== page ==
By Parul Sehgal, Publishers Weekly Sept. 30, 2011
In Walking with the Comrades, novelist and activist Arundhati Roy (The God of Small Things) travels into the forest with India’s Maoist indigenous communities at war with the government.
How did you earn the guerrillas’ trust?
When the Indian government declared war against the Maoists, Indian liberals, for the most part, took a very safe, neutral position: “The government is bad, the Maoists are bad, the poor people are sandwiched in the middle.” I am no Maoist, but I thought that was a profoundly dishonest position. It elided the fact that the government had secretly sold lands belonging to indigenous tribes to mining and infrastructure companies. This is illegal and unconstitutional, and yet it was being done brazenly. Hundreds of thousands of paramilitary police were closing in on forest villages to clear the land for the corporations. About 600 villages had been emptied; some 300,000 people had fled their homes and had either moved to police camps or were hiding, terrified, in the forest. Many had joined the guerrilla army and were fighting back. The government and the media, campaigning for corporations, labeled them terrorists and called for them to practice Gandhian nonviolence. I wrote that Gandhian nonviolence was political theater that could be effective provided it had a sympathetic and empowered audience; how could people in remote forest villages, far from the gaze of the media or a hostile middle class be Gandhian while they were being raped and murdered? How could the starving go on hunger strike? How could those with no money boycott goods? My writings made their way into the forest, and one day a note was slipped under my door, inviting me to walk with the comrades.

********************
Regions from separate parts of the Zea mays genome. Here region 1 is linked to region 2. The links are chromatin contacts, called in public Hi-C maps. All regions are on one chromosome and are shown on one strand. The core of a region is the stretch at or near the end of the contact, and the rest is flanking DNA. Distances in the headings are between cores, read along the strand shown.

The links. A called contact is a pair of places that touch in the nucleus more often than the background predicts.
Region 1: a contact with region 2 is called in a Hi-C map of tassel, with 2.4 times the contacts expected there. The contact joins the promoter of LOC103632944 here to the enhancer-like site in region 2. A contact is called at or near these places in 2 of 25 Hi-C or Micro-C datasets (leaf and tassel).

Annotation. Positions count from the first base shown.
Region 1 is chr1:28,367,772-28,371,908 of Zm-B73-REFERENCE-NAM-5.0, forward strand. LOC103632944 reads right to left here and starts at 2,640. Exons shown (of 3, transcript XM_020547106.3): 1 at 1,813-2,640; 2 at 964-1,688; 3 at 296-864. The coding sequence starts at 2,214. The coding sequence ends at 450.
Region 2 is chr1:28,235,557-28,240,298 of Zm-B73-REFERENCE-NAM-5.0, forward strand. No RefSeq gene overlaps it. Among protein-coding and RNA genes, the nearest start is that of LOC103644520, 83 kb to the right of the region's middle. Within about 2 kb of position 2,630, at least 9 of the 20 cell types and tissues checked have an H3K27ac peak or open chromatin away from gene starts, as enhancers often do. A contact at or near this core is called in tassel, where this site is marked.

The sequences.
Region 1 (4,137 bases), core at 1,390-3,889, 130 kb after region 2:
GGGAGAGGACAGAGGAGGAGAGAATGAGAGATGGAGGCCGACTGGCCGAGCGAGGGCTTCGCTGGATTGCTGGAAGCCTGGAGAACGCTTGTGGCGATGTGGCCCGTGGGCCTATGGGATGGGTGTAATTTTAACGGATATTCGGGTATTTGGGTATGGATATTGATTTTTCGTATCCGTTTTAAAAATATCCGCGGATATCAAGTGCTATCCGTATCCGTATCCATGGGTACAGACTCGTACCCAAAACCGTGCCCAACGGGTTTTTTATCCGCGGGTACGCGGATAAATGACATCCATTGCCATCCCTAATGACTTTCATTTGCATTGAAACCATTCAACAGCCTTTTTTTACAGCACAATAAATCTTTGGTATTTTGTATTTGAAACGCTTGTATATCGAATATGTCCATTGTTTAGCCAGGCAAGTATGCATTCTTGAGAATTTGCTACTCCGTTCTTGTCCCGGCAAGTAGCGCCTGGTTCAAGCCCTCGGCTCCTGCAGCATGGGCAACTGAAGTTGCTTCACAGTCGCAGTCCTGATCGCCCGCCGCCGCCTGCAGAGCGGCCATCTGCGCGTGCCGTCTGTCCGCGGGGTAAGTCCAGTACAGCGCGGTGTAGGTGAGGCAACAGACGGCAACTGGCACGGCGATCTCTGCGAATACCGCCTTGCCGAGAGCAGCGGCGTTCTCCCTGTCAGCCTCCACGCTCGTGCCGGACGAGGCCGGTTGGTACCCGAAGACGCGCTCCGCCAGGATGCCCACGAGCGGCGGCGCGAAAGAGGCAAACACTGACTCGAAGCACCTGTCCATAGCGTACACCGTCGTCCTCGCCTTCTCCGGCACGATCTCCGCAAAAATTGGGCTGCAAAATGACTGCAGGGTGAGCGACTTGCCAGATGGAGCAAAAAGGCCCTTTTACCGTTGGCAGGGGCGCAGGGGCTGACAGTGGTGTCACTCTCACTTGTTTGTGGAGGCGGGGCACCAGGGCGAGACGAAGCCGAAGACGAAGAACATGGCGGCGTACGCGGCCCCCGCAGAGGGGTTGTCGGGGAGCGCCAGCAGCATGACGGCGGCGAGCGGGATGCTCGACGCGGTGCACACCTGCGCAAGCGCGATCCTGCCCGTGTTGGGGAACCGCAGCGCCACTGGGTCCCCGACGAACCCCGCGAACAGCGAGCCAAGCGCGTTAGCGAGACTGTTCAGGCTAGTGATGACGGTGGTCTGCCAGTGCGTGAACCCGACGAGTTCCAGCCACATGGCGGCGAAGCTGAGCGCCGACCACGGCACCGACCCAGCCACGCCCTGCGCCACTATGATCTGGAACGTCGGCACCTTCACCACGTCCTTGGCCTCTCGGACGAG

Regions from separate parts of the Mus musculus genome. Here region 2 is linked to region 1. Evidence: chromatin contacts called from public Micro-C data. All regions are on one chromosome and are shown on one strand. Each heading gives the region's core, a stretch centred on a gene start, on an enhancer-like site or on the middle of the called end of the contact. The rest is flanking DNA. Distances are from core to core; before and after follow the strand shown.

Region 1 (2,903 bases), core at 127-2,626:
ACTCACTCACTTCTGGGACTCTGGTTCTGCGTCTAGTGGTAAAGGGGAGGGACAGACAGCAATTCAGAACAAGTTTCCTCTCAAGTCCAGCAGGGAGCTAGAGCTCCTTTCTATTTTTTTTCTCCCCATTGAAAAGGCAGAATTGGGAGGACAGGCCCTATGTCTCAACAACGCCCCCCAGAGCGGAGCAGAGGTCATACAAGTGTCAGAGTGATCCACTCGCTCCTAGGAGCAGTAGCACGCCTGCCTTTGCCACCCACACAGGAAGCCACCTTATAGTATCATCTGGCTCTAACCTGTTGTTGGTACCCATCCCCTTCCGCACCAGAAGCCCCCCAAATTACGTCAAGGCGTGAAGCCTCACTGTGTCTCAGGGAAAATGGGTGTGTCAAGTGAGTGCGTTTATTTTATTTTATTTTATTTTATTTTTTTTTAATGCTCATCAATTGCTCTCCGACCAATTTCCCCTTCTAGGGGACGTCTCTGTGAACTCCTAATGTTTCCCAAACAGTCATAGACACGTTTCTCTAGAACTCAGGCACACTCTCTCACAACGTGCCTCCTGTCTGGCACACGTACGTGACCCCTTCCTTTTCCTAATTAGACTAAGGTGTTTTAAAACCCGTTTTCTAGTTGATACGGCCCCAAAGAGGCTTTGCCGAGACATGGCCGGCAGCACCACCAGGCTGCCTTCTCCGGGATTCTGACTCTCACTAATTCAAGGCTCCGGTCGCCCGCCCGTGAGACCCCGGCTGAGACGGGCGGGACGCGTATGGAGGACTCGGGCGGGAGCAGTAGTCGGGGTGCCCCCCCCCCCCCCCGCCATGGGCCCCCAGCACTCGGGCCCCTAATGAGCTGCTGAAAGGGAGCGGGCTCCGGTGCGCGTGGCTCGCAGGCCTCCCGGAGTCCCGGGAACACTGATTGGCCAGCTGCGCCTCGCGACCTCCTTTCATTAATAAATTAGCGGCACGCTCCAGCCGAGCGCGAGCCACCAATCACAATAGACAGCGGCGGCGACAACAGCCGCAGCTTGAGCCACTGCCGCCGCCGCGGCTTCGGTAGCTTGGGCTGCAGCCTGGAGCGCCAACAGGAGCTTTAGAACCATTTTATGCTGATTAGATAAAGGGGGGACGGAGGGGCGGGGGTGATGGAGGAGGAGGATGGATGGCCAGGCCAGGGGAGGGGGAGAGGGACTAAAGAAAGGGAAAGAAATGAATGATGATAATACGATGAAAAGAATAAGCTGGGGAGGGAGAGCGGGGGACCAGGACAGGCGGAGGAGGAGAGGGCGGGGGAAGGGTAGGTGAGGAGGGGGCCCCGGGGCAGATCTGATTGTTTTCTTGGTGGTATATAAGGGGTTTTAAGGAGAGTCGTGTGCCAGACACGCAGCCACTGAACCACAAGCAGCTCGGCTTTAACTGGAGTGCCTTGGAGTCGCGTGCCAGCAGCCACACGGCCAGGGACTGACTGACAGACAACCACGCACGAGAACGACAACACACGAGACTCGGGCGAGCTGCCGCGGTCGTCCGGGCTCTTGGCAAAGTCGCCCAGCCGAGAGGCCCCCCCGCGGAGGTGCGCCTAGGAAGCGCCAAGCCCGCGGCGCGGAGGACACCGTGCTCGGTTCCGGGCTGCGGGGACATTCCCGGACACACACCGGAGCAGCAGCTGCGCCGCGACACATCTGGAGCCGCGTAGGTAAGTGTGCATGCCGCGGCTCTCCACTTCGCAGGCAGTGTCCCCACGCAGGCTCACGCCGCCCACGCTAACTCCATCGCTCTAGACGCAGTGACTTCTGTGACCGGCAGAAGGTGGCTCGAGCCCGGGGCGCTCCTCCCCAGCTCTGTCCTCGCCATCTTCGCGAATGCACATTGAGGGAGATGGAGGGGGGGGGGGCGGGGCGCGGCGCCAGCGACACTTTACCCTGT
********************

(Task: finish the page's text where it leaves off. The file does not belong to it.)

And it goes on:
What surprised you most about them?
I believed that when people take up arms, the violence would inevitably turn against the women in the community. In the forest I was disabused of this notion—45% of the Peoples Liberation Guerrilla Army is made up of women. Many of them joined after watching the brutal attacks of the police and the government sponsored vigilante groups on their villages. Others joined to escape the patriarchal practices of their own tribal society. The Maoist party has been a very patriarchal organization; the women within it still have major battles to fight (like women everywhere), but in the forest, I was in complete awe of the women I met. There was a lovely moment when I went down to a river with some women guerillas to bathe, while others kept guard. I remember thinking to myself, “Look at the women in this river—writers, guerrillas, farmers—how very wonderful.”
You write about India’s poor and disenfranchised, but you do so in English (and with a fairly sophisticated style, to boot)? Who do you write for?